Surface protein editing in bacteria

phys.org | 4/29/2019 | Staff
hi09 (Posted by) Level 3
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University of Minnesota researchers have discovered this previously unknown signaling pathway that regulates surface proteins on bacteria that can lead to new targets for antibiotics.

Researchers studied how oral bacteria adhere to and develop biofilms (plaque) in the oral cavity. The team wanted to learn whether and how the bacterial cells might adjust their adhesive surface proteins. They discovered a previously unknown circuit that is embedded in the cell membrane that can signal for changes in the surface adhesive proteins. This circuit appears to be conserved among a subset of Gram-positive bacteria. The intramembrane bacterial signaling system calls for different surface proteins to compensate in the absence of primary surface proteins. This mechanism provides compensatory biofilm (plaque) formation.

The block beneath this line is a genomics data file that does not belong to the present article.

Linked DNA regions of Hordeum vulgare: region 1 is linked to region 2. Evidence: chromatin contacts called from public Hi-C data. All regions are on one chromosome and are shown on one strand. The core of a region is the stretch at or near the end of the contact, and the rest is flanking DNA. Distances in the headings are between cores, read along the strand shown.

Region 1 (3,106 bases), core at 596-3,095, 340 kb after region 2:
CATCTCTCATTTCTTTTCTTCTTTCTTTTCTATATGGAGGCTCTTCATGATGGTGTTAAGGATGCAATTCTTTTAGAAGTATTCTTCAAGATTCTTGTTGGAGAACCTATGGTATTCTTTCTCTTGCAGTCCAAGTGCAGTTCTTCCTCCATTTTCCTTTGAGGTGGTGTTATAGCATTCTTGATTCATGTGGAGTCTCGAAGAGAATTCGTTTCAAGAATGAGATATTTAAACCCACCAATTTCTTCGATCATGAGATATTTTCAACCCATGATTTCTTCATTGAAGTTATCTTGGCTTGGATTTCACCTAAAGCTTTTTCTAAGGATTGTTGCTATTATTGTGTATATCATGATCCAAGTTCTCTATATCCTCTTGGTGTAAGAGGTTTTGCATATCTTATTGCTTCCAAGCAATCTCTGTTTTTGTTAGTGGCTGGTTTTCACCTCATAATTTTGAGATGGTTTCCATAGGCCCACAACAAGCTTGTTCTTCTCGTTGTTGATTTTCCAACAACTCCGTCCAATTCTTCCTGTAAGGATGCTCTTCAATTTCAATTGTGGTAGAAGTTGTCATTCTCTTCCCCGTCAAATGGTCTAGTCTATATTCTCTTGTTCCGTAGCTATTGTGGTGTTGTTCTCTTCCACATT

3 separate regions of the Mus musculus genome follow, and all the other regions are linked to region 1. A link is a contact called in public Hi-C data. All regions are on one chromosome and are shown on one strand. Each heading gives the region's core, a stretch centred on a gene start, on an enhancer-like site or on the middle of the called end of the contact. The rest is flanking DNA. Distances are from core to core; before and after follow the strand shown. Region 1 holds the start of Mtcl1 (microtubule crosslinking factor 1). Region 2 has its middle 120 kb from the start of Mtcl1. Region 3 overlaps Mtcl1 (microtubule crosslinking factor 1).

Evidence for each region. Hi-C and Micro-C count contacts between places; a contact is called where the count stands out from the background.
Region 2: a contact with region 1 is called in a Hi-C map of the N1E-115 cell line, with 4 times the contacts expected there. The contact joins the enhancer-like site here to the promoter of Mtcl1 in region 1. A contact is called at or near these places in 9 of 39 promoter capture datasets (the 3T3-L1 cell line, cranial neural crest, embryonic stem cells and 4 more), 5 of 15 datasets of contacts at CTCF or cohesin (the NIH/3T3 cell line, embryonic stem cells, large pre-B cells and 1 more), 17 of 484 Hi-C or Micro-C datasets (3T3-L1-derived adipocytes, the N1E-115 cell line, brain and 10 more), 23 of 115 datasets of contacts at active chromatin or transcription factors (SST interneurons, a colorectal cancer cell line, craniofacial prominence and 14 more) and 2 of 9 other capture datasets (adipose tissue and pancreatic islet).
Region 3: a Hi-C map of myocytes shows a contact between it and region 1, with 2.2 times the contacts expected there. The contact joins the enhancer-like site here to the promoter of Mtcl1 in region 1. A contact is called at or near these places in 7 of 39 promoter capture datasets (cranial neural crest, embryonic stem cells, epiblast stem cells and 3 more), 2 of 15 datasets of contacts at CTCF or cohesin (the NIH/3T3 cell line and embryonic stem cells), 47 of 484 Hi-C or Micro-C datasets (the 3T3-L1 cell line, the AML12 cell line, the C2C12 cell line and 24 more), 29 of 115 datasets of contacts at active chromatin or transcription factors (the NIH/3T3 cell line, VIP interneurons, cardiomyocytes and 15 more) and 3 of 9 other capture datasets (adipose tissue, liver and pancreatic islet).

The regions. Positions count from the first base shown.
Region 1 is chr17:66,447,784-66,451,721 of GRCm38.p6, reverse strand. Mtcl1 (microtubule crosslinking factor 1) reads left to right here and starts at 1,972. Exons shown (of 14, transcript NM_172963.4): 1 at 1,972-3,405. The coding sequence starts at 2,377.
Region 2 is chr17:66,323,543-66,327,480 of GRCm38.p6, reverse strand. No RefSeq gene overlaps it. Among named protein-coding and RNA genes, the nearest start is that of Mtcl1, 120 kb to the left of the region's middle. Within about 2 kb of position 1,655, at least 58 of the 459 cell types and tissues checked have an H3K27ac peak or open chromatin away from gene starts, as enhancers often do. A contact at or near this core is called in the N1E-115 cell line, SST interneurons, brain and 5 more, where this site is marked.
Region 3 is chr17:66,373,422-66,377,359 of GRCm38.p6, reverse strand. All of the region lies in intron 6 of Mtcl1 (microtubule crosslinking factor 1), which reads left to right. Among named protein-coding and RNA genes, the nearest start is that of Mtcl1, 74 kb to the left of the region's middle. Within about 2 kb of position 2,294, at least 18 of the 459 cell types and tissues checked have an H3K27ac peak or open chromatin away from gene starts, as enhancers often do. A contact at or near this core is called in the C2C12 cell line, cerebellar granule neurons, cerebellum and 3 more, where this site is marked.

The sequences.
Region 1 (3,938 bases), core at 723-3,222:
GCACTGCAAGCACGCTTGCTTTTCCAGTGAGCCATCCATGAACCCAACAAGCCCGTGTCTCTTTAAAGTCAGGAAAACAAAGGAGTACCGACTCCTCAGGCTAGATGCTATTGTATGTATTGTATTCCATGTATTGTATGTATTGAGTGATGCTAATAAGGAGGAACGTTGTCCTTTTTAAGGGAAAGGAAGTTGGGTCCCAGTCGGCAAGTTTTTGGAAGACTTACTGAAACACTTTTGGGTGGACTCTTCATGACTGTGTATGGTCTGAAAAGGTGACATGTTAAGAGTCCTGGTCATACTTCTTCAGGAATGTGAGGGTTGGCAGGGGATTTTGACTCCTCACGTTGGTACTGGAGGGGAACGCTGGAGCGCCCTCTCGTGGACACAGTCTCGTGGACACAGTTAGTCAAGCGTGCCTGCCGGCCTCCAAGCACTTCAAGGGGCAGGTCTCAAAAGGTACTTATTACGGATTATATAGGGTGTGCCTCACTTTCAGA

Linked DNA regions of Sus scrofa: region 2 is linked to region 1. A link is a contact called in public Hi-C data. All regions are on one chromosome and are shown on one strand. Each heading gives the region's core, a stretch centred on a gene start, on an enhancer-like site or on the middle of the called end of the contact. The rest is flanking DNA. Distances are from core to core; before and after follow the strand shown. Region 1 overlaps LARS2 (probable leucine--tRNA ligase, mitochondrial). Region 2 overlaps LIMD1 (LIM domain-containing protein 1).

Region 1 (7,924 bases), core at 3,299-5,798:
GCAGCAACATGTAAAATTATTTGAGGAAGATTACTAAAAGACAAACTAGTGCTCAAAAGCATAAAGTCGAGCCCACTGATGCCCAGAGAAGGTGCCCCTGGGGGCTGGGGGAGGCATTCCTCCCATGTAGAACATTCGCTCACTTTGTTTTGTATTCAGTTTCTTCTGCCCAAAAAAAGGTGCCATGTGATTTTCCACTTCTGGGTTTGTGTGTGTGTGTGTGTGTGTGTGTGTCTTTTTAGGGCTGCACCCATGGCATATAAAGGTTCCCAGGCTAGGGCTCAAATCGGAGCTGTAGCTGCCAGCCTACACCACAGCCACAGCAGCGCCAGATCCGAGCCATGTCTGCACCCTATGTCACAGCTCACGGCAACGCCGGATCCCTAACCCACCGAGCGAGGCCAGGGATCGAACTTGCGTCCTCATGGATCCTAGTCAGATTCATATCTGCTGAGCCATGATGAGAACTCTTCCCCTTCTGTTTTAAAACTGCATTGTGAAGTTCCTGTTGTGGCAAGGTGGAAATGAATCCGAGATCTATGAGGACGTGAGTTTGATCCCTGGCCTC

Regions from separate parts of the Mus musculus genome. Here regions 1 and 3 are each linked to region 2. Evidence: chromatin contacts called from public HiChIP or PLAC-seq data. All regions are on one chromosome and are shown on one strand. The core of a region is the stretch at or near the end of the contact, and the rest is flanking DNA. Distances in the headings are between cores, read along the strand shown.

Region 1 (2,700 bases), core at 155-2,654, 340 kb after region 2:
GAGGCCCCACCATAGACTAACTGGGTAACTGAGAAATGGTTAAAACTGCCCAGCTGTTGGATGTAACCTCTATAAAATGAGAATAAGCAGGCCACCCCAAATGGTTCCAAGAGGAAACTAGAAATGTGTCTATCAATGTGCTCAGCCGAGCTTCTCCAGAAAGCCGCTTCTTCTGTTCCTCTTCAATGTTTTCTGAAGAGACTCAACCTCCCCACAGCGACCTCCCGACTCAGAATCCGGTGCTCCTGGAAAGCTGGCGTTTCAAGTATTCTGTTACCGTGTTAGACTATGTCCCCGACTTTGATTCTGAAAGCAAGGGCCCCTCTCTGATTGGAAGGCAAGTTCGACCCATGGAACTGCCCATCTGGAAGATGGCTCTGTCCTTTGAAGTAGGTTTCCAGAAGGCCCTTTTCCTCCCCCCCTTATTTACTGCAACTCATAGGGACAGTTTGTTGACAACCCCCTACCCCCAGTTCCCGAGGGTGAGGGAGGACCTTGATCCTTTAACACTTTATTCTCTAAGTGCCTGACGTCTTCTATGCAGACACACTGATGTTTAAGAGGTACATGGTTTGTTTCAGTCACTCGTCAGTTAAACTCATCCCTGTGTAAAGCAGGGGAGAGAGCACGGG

Mechanism - Communities - Vitro - Mouth - Genes

This mechanism appears to function in microbial communities in vitro and in the human mouth. Genes encoding surface adhesive proteins differ when the bacteria are recovered from saliva versus dental plaque in the same person at the same time.

When activated, this circuit rescued biofilm formation—which is when microorganisms strongly attach and grow on a surface—helping...
(Excerpt) Read more at: phys.org
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